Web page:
Molecular detection and diversity of xylanase genes in alpine tundra soil

Guozeng Wang, Yaru Wang, Peilong Yang, Huiying Luo, Huoqing Huang, Pengjun Shi, Kun Meng, Bin Yao
Applied Microbiology and Biotechnology 2010, 87 (4): 1383-93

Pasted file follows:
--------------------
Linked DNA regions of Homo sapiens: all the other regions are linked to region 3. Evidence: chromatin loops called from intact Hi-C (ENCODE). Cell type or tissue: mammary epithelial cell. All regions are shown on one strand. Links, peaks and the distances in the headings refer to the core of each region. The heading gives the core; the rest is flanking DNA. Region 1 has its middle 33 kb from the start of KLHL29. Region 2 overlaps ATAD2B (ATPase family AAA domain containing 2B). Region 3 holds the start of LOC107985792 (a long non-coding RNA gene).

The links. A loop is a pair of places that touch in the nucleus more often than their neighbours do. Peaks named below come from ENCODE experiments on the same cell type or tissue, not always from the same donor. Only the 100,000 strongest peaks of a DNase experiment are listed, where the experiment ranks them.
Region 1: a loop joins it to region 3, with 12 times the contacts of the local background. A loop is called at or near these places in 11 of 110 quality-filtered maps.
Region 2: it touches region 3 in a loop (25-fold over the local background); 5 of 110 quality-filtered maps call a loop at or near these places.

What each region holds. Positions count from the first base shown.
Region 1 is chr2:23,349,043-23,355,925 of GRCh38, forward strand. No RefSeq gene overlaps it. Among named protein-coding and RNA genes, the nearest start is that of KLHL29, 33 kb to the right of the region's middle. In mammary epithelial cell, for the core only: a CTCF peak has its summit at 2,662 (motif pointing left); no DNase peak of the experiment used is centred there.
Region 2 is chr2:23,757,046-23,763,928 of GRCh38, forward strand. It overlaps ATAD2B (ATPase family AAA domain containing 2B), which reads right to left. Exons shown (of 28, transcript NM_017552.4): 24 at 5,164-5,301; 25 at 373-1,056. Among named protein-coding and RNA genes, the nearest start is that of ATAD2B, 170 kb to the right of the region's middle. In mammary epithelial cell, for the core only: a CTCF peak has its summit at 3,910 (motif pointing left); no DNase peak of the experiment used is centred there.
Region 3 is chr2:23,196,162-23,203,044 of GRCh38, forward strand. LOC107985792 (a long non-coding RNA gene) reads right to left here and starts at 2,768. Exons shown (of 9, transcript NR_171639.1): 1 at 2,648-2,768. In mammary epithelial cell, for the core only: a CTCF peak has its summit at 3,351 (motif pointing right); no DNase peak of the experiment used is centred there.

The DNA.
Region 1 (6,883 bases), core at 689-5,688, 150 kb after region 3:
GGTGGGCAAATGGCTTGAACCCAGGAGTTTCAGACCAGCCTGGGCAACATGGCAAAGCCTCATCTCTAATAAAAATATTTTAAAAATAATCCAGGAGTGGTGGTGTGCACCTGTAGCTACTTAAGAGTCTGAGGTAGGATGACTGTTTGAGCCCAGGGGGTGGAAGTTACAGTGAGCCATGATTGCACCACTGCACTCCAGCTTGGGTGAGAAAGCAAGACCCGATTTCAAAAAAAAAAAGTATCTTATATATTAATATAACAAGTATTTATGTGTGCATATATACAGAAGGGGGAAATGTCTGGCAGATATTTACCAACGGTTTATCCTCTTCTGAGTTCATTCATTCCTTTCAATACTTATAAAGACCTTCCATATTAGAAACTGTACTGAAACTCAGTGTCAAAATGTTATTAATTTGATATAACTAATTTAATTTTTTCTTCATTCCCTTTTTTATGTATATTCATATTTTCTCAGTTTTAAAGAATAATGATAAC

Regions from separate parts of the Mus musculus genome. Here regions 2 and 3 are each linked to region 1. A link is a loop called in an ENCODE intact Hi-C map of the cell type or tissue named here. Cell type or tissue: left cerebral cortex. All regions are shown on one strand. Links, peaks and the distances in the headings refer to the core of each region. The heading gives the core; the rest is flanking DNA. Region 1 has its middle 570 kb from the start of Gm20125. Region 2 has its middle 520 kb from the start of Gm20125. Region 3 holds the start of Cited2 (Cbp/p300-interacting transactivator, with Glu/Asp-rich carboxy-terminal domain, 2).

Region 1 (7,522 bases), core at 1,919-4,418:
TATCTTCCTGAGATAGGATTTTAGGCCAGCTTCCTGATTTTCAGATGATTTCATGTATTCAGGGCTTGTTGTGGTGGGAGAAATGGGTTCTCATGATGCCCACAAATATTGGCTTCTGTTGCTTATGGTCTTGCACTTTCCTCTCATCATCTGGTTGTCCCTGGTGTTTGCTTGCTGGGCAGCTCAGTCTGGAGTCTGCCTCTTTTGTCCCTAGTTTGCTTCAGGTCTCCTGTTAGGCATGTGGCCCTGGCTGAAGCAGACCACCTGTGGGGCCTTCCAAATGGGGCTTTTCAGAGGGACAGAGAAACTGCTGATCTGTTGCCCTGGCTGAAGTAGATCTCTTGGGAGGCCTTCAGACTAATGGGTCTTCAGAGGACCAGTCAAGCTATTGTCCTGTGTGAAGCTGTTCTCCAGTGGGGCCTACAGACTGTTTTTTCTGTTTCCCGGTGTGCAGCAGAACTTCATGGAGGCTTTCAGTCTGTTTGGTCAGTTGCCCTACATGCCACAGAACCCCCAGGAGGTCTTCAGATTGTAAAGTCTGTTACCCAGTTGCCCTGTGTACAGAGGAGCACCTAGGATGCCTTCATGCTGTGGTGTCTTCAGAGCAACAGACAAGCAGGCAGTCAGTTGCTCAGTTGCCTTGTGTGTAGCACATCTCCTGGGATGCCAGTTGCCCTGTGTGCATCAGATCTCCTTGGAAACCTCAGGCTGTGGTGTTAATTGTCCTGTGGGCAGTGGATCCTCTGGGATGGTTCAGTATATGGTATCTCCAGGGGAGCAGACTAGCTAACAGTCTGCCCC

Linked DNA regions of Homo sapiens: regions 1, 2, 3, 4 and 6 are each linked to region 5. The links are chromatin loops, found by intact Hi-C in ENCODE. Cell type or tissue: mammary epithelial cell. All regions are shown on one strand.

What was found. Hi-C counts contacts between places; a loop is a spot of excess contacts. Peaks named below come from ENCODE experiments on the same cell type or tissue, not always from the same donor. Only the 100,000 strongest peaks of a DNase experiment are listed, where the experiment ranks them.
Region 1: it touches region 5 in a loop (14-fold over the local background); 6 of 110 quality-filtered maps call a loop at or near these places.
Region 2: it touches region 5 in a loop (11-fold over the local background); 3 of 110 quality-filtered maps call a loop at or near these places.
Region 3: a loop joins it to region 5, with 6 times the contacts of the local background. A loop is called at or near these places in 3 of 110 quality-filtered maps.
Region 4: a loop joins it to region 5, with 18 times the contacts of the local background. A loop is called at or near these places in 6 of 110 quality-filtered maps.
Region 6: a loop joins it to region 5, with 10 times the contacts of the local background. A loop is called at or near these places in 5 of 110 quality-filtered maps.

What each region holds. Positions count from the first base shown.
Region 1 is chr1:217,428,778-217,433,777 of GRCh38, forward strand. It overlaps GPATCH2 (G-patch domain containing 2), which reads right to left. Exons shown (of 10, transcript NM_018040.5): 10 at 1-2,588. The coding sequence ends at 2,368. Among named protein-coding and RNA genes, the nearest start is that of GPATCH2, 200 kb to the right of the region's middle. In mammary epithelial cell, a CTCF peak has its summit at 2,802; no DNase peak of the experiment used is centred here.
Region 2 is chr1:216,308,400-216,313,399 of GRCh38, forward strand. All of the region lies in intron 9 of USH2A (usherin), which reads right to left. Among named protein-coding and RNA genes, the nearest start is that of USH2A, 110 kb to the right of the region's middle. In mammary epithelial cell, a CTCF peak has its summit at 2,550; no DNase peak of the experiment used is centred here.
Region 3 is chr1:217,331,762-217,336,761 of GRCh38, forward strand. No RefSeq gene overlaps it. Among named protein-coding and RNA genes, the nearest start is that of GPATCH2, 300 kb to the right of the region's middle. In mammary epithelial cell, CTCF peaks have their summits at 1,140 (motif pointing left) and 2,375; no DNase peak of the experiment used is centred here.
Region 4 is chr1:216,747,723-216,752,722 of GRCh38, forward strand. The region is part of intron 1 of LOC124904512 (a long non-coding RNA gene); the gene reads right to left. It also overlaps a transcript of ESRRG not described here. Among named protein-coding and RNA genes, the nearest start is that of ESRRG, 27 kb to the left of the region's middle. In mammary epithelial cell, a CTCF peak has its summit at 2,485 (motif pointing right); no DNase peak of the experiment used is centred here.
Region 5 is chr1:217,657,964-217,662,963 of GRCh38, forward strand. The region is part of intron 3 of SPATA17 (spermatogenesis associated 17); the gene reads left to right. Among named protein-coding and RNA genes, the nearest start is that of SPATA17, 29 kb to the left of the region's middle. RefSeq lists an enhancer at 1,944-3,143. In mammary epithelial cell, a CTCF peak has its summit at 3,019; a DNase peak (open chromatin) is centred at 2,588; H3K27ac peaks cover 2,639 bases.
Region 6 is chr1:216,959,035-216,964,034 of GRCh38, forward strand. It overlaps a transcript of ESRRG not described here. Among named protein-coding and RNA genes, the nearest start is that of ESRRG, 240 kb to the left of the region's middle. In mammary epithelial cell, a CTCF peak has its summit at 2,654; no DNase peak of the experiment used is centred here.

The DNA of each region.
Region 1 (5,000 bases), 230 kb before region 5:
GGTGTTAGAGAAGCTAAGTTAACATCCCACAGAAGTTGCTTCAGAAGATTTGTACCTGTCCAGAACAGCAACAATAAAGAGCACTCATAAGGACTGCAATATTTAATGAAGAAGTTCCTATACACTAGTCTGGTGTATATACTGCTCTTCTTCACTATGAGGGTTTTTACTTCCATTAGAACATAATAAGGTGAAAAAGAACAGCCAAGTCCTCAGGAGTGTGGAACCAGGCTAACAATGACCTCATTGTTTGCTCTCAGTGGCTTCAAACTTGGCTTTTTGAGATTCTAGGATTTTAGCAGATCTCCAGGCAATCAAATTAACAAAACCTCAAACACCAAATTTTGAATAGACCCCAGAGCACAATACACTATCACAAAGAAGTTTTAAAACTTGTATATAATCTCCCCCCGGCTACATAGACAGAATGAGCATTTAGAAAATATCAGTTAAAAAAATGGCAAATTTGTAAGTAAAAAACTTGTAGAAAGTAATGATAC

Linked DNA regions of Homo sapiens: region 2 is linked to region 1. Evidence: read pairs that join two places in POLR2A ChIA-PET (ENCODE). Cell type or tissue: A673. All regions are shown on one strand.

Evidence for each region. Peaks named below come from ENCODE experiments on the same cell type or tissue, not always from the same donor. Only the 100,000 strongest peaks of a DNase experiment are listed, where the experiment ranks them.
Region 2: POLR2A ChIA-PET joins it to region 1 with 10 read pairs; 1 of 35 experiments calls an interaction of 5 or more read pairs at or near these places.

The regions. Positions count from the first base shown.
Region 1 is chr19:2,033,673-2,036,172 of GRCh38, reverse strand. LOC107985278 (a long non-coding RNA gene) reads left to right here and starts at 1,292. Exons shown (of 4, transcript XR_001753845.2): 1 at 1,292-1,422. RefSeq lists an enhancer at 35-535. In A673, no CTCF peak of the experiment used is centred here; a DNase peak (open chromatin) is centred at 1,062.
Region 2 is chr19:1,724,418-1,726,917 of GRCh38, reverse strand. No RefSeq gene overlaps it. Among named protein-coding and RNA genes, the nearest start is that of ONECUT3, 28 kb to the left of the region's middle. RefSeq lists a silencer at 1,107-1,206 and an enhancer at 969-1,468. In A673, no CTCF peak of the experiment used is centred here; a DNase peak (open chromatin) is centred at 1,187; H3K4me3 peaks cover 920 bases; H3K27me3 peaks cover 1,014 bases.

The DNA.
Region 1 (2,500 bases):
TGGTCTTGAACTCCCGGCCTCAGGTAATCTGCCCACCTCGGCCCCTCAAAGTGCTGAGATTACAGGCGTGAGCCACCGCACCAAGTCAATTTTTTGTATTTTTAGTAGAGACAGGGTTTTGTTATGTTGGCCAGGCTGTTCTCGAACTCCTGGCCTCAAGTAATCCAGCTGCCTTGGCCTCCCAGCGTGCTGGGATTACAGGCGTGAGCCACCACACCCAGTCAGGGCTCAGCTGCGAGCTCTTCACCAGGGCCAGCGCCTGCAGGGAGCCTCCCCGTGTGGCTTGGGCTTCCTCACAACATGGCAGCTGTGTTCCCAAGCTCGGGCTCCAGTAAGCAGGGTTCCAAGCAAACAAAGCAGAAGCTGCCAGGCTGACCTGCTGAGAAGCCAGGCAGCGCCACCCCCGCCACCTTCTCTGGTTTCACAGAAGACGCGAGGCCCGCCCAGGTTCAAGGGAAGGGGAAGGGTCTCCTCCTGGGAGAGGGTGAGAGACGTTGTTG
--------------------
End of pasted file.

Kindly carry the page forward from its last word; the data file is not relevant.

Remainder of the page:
Xylan is a major polysaccharide in plant cell walls, and its degradation is mainly conducted by microbial xylanases in nature. To explore the xylanase diversity in the environment, two sets of degenerate primers were designed based on the microbial xylanase sequences in Pfam database of glycosyl hydrolase (GH) family 10 and 11 and were used to amplify objective gene fragments directly from the alpine tundra soil DNA of the Tianshan Mountains, China. Ninety-six distinct GH 10 and 31 GH 11 xylanase gene fragments were retrieved, and most of them have low identities with known sequences in GenBank. Based on phylogenetic analysis, all of the GH 10 xylanase sequences fell into six clusters and were related to xylanases from Actinobacteria, Proteobacteria, Verrucomicrobia, Bacteroidetes, Firmicutes, and Acidobacteria. Three clusters of GH 11 xylanase sequences were established, and two of them were related with enzymes from fungi. These results indicated the diversity of xylanase genes in this cold environment. Four xylanolytic strains were isolated from the soil, and GH 10 xylanase gene fragments were cloned using the same primers. A full-length gene was obtained and expressed in Escherichia coli, and the recombinant enzyme showed some cold-related characteristics. Our study provides an efficient molecular approach to study xylanase in complex environments and casts an insight into the diversity and distribution of xylanases in a cold environment, which is very meaningful to understand their roles in xylan degradation in nature.

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